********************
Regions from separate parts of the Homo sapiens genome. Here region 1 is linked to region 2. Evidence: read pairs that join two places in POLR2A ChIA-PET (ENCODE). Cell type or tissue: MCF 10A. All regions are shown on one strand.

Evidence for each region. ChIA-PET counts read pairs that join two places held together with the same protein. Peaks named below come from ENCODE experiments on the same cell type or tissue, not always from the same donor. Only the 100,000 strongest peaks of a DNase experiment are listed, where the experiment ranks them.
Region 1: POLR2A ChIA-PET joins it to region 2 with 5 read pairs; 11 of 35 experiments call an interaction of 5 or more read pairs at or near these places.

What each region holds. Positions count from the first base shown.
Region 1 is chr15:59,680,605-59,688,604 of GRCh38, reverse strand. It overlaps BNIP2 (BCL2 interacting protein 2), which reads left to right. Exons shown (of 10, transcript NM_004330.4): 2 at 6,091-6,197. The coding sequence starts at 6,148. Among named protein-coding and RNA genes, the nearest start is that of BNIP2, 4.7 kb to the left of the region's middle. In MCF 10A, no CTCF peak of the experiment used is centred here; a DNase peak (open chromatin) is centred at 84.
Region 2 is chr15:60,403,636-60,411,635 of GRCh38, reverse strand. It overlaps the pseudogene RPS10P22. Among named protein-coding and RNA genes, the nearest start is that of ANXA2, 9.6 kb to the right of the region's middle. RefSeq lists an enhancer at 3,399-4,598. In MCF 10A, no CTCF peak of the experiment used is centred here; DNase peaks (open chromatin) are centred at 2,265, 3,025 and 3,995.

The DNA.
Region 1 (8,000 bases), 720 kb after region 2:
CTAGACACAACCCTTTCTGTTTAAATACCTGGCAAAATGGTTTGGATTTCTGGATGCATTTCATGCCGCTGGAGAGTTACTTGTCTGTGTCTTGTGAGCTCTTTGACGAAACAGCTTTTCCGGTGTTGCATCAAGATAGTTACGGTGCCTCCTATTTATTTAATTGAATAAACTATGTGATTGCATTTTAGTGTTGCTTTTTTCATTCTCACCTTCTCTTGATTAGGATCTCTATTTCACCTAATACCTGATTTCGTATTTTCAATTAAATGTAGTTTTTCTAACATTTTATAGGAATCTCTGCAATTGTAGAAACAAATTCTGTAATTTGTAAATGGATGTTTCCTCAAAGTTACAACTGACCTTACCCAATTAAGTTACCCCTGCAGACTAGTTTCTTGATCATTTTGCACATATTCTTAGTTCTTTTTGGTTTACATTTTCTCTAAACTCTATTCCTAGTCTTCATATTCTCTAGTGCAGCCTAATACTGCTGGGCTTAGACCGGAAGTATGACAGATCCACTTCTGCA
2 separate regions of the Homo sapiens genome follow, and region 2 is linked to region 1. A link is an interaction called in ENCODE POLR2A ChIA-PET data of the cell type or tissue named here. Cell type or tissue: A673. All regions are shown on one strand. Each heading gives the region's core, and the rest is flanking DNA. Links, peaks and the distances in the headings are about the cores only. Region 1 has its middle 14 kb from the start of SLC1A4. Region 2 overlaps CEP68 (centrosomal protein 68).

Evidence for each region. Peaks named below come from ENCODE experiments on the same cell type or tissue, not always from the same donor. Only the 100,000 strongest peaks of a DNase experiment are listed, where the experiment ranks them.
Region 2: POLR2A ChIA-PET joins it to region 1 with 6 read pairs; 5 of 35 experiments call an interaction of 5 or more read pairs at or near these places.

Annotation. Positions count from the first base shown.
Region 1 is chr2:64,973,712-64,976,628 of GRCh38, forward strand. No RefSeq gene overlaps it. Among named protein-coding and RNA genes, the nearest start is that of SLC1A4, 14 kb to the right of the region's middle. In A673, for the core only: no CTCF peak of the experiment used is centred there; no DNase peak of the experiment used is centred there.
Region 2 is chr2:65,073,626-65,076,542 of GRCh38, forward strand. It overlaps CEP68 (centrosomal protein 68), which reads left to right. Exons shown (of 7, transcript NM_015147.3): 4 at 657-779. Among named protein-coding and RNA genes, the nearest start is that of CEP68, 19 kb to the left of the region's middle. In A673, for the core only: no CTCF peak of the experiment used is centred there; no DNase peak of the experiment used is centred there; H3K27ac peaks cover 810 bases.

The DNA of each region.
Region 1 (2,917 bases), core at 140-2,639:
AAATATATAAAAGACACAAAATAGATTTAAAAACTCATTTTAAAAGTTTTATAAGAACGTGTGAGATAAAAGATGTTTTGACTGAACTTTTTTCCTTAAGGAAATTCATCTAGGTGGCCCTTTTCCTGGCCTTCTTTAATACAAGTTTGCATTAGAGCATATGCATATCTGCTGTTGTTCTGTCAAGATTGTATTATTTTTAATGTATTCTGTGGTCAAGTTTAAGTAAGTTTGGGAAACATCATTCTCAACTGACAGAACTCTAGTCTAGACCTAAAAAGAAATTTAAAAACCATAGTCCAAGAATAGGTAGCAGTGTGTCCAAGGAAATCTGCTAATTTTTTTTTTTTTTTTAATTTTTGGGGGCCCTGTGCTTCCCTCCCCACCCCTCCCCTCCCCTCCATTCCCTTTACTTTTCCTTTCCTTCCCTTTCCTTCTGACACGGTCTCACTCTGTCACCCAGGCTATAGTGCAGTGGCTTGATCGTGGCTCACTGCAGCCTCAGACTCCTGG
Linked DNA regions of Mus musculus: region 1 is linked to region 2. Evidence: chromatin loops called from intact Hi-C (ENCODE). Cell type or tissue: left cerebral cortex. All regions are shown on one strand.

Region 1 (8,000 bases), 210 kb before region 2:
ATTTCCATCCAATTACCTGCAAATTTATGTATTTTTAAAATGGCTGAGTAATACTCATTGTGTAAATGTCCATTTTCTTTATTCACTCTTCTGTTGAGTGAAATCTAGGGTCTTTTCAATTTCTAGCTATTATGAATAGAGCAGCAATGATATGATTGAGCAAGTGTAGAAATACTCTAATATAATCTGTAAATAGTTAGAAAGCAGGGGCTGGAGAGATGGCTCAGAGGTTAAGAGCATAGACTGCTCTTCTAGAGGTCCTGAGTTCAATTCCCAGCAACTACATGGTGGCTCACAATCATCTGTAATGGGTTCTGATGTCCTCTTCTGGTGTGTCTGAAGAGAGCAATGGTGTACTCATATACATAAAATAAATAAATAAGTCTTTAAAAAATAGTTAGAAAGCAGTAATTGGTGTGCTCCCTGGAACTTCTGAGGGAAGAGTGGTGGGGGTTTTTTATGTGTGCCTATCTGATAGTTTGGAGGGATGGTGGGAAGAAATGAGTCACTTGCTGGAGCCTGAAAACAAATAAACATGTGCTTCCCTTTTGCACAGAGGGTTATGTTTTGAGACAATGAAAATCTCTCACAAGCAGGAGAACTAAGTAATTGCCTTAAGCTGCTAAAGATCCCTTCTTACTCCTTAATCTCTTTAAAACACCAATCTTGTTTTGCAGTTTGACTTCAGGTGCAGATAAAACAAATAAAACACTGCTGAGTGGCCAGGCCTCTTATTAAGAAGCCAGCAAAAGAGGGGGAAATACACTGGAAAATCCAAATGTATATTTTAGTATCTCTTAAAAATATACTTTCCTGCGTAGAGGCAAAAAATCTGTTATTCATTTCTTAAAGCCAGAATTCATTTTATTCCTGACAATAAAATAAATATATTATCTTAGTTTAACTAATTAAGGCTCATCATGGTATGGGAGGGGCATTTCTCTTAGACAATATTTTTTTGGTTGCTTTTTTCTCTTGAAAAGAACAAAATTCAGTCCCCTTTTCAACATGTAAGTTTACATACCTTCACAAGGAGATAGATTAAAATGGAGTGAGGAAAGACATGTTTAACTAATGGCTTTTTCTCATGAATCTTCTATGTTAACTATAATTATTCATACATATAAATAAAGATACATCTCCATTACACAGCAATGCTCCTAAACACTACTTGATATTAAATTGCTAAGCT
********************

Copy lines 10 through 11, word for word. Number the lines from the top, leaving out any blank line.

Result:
2 separate regions of the Homo sapiens genome follow, and region 2 is linked to region 1. A link is an interaction called in ENCODE POLR2A ChIA-PET data of the cell type or tissue named here. Cell type or tissue: A673. All regions are shown on one strand. Each heading gives the region's core, and the rest is flanking DNA. Links, peaks and the distances in the headings are about the cores only. Region 1 has its middle 14 kb from the start of SLC1A4. Region 2 overlaps CEP68 (centrosomal protein 68).

Evidence for each region. Peaks named below come from ENCODE experiments on the same cell type or tissue, not always from the same donor. Only the 100,000 strongest peaks of a DNase experiment are listed, where the experiment ranks them.